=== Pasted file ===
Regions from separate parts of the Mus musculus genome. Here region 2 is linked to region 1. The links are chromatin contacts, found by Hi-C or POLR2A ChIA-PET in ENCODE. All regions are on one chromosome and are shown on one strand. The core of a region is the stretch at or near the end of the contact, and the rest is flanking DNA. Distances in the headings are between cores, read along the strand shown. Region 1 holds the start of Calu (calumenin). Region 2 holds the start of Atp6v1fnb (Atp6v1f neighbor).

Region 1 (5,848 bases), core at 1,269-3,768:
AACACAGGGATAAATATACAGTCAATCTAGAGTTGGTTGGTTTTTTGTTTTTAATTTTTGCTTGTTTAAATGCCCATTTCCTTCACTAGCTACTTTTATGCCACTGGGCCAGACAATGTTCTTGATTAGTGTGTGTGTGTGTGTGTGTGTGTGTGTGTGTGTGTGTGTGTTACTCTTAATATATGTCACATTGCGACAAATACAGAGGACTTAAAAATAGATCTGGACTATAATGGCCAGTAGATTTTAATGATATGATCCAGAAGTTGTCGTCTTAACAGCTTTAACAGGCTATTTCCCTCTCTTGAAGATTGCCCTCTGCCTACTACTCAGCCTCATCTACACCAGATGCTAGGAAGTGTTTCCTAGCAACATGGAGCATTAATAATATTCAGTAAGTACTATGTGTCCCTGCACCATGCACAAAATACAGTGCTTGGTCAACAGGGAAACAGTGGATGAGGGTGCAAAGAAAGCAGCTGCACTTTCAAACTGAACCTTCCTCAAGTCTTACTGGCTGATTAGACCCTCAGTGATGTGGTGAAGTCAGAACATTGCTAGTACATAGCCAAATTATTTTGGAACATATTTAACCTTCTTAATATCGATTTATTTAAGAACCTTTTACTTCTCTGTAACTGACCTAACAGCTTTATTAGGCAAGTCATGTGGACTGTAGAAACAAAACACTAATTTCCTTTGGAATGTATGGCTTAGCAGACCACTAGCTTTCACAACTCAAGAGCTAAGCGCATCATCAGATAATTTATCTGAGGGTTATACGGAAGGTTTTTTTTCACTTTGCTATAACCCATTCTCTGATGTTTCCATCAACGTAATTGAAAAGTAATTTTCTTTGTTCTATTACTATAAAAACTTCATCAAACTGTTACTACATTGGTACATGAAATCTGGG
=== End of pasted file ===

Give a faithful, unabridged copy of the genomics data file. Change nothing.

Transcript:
Regions from separate parts of the Mus musculus genome. Here region 2 is linked to region 1. The links are chromatin contacts, found by Hi-C or POLR2A ChIA-PET in ENCODE. All regions are on one chromosome and are shown on one strand. The core of a region is the stretch at or near the end of the contact, and the rest is flanking DNA. Distances in the headings are between cores, read along the strand shown. Region 1 holds the start of Calu (calumenin). Region 2 holds the start of Atp6v1fnb (Atp6v1f neighbor).

Region 1 (5,848 bases), core at 1,269-3,768:
AACACAGGGATAAATATACAGTCAATCTAGAGTTGGTTGGTTTTTTGTTTTTAATTTTTGCTTGTTTAAATGCCCATTTCCTTCACTAGCTACTTTTATGCCACTGGGCCAGACAATGTTCTTGATTAGTGTGTGTGTGTGTGTGTGTGTGTGTGTGTGTGTGTGTGTGTTACTCTTAATATATGTCACATTGCGACAAATACAGAGGACTTAAAAATAGATCTGGACTATAATGGCCAGTAGATTTTAATGATATGATCCAGAAGTTGTCGTCTTAACAGCTTTAACAGGCTATTTCCCTCTCTTGAAGATTGCCCTCTGCCTACTACTCAGCCTCATCTACACCAGATGCTAGGAAGTGTTTCCTAGCAACATGGAGCATTAATAATATTCAGTAAGTACTATGTGTCCCTGCACCATGCACAAAATACAGTGCTTGGTCAACAGGGAAACAGTGGATGAGGGTGCAAAGAAAGCAGCTGCACTTTCAAACTGAACCTTCCTCAAGTCTTACTGGCTGATTAGACCCTCAGTGATGTGGTGAAGTCAGAACATTGCTAGTACATAGCCAAATTATTTTGGAACATATTTAACCTTCTTAATATCGATTTATTTAAGAACCTTTTACTTCTCTGTAACTGACCTAACAGCTTTATTAGGCAAGTCATGTGGACTGTAGAAACAAAACACTAATTTCCTTTGGAATGTATGGCTTAGCAGACCACTAGCTTTCACAACTCAAGAGCTAAGCGCATCATCAGATAATTTATCTGAGGGTTATACGGAAGGTTTTTTTTCACTTTGCTATAACCCATTCTCTGATGTTTCCATCAACGTAATTGAAAAGTAATTTTCTTTGTTCTATTACTATAAAAACTTCATCAAACTGTTACTACATTGGTACATGAAATCTGGG